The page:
She tells a story of a female professor who approached her because she was unsettled by thoughts of retirement, until Dr. Cook recommended she map out her redirection plans. “She took three years to be ready for this important transition. She retired last June. She redirected from academia into consulting and training with non-profit organizations,” says Dr. Cook.

Dr. Cook has produced a documentary film called Redirection: Movers, Shakers and Shifters, which showcases examples of people – one of whom was an academic – who redirected after retirement. The documentary, along with her research, are all part of the Redirection Project, funded by the Canadian Education and Research Institute for Counselling.

She has also been giving talks at other universities, sharing stories of redirection with academics who are nearing or are close to retirement. She says universities could be offering more supports and services for faculty when it comes to redirection. “It can be really exciting and appealing to be working on your redirection, putting the pieces in place so that you are excited about your retirement. You are retiring to something, rather than retiring from. But faculty can’t do it alone, and I think that universities can do more to help educate them about these possibilities and options”. In fact, she says that having support during the redirection process is critical.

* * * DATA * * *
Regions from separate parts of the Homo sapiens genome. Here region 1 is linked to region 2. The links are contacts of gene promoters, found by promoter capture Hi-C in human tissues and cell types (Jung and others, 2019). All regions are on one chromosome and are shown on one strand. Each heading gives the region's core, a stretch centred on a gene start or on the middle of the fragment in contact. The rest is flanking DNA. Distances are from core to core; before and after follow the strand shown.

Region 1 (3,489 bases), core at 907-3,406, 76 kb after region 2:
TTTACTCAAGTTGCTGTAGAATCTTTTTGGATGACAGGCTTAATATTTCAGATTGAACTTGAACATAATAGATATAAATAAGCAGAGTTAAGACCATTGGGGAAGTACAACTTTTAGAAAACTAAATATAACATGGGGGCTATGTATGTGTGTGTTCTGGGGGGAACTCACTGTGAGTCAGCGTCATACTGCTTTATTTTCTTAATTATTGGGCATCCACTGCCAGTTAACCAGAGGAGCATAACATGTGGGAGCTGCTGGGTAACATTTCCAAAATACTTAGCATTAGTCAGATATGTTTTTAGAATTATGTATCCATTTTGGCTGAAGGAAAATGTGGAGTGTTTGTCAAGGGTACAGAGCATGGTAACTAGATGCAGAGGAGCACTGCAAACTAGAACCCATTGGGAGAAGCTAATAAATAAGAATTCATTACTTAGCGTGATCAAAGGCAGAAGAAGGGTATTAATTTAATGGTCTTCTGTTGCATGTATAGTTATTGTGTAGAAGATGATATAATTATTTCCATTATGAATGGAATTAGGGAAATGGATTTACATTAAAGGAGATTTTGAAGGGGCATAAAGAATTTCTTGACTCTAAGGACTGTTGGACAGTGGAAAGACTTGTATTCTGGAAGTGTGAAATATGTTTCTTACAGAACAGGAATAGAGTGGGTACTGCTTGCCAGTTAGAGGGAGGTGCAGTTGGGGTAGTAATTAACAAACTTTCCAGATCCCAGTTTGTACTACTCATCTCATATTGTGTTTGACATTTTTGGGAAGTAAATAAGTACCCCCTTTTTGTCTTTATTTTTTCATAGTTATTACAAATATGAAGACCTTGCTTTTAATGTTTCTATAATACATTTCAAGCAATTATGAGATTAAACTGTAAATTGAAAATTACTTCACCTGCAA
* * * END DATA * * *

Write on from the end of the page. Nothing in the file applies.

She notes that many academics may not have had to really map out their career in this manner before. “In their past, things may have fallen into place a lot more smoothly and they never had to be planning so much for what comes next, the next challenge.”

Dr. Cook was inspired to start this research after watching her grandparents not let age get in the way of contributing to society. “My grandfather was an incredible role model of healthy aging – he lived until he was 99. I imagine if I live as long as he did, I will probably redirect many times. I’ve been studying redirection for 10 years and I am seeing people do something for five to ten years after they retire, and then they will redirect again.”

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  1. Lesley Taylor / July 18, 2017 at 17:38

    In 2017 Canadian organizations are facing an unprecedented challenge when it comes to attracting and retaining qualified workers. “Redirection is an alternative to retirement and leading edge organizations will want to retrain and retain older workers.” notes Dr. Cook. It seems that most Baby Boomers want to continue working after retirement but for very different reasons. This is a huge change and one that most institutions are not prepared for.

  2. Wayne Jones / July 19, 2017 at 15:48

    Great article. Kate Jones (my wife) was the lead author and team coordinator for the publication “Retirement Dimensions” (published by Career/LifeSkills Resources). We like the term re-direction as there are so many folks that are not ready to “stay home and watch the grass grow” and are looking for opportunities to serve their community. Thanks for sharing this timely article.

    • josephine Miller / August 2, 2017 at 03:16

      This article is very relevant and true. Plan early. Be fore retirement. Make a smooth transition